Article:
How teleporting light and levitating diamonds offer proof of quantum theory

Physicists and researchers working in several labs are about to prove a theory that will lay the foundation for an advanced understanding of … well, everything.

The theory in question is quantum mechanics, a form of physics that relies on subatomic particle motions to explain the natural universe. Prove that it is one of the most difficult problems for scientists to solve.

To move from the theoretical column to the canon of scientific fact, physicists must observe certain phenomena whose existence has so far been demonstrated only on paper. This would be quite complicated because, as shown the observer effect the mere fact of looking at a quantum particle alters its work.

To get around this problem, physicists project to capture a particle of light and levitate it between lasers using a device invented in the 1970s called a forceps optical.

The optical gripper, or single beam force gradient trap, exploits the fact that light exerts a pressure, in the form of radiation, on the mass.

One of the ways to think about it is to imagine a single particle of light, that is a basketball. Normally, this particle moves so fast that, like a basketball dribbling at an extreme speed, there is no way to know at any time if it goes up or down. To determine its position, you must take a snapshot or a measurement.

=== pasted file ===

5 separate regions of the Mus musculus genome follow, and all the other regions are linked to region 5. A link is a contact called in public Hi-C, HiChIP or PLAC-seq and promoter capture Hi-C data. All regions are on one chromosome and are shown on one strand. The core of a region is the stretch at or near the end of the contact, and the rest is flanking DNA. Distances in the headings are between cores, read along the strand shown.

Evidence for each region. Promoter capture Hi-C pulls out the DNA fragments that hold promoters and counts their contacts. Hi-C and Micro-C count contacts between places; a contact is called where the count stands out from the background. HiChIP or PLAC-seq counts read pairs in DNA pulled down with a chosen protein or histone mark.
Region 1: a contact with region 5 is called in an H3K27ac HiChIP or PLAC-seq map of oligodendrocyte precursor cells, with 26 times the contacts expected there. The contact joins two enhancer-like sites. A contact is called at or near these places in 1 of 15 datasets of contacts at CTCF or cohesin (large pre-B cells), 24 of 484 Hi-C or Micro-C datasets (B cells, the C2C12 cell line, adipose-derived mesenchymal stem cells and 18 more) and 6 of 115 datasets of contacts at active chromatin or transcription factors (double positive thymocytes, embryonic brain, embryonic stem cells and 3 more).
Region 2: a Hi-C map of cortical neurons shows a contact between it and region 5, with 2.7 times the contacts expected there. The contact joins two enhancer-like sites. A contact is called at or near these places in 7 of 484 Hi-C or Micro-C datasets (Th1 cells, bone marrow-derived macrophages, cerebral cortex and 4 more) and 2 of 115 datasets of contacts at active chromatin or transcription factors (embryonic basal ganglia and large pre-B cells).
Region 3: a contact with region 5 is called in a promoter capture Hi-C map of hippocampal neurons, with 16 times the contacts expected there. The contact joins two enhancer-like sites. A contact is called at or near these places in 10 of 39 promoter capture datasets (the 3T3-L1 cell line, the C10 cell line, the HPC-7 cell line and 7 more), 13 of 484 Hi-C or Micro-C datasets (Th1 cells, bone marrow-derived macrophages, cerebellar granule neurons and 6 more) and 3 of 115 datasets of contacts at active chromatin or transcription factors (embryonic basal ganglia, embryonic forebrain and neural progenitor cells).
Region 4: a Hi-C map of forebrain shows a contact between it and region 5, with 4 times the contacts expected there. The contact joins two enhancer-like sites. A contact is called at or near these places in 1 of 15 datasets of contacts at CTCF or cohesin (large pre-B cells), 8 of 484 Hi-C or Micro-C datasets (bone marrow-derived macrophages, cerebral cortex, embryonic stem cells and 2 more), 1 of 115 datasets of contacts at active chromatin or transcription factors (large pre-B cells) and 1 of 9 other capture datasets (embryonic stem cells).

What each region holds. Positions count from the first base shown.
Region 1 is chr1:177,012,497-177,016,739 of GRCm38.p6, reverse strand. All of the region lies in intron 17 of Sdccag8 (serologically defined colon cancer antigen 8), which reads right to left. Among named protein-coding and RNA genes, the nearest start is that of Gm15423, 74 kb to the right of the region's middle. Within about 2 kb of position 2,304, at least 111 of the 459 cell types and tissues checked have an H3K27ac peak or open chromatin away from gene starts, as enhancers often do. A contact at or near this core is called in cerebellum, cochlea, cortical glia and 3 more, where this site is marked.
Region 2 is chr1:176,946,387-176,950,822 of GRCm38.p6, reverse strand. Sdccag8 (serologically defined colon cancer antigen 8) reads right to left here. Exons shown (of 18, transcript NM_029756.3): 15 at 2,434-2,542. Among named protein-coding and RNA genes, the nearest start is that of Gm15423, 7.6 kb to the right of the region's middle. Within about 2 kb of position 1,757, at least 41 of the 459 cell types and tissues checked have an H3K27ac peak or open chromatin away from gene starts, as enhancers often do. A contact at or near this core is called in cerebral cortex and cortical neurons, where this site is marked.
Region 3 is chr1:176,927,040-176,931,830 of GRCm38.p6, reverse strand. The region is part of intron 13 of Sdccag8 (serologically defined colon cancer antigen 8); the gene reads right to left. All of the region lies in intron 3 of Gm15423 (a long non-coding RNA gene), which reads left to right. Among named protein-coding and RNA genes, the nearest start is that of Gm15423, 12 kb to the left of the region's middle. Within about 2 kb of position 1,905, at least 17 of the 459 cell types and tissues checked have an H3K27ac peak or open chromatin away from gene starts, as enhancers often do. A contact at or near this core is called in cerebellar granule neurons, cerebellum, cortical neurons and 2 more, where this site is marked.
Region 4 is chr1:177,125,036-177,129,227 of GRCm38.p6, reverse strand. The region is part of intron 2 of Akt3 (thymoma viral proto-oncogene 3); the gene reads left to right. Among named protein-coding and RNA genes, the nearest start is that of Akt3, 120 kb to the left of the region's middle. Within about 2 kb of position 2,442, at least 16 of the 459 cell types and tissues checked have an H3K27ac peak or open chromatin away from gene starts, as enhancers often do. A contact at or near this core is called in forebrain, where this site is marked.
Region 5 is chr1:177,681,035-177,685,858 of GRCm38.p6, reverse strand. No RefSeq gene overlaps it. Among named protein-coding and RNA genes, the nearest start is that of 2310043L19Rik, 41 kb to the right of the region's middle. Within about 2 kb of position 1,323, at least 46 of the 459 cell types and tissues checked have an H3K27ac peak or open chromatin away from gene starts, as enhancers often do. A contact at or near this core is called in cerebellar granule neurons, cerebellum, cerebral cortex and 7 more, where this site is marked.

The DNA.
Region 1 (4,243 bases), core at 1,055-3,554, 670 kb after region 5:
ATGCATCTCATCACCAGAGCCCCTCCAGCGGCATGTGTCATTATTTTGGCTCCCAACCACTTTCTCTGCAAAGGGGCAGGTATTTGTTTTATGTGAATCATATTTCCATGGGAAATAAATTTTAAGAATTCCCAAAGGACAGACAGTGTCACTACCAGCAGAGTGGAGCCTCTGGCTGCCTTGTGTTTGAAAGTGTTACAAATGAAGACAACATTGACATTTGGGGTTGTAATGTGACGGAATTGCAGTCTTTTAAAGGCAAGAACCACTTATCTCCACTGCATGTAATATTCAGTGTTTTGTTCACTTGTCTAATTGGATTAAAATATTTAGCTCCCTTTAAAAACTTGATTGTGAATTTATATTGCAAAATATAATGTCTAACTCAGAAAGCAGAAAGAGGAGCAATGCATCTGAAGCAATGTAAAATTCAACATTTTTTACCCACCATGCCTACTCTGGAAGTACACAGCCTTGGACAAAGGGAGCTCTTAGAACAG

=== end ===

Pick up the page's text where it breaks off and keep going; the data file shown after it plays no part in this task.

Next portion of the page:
Now imagine that it's possible to get on and off at the same time. And that, by measuring it, you made it go up and down up and down. This makes it almost impossible to observe the transition from the two states to one state.

In the theory of quantum mechanics, it is postulated that particles can exist in two different states at the same time. But only for incredibly short moments. Imagine that basketball is going up and down for a nanosecond, then up or down. The moment this transition takes place is called quantum collapse.

Physicists hope to use optical tweezers to slow down particles by levitating them. This state is called a ground state and it is necessary to observe the quantum collapse according to a strategy put forward in 2013 by research teams led by Tongcang Li and Lu Ming Duan.

Once slowed down, the particle will then become entangled in a defective atomic nanodiamond that is also levitated. Then, through a teleportation process called "superposition", physicists can simultaneously observe the particle in two different physical positions (ie, its north pole facing up and down), thanks to its entanglement.

Once the researchers have realized the superposition, in these incredible conditions, they will be able to observe a quantum collapse while the universe will decide the direction to which the pole of the particle is facing.

It sounds a bit far-fetched, but widespread belief among physicists supports quantum mechanics. And observing a quantum collapse would go a long way toward illuminating the next steps beyond the initial theories.

For a more in-depth dive into Li-Duan's experiences, check out this article on The Conversation by Mishkat Bhattacharya and Nick Vamivakas.

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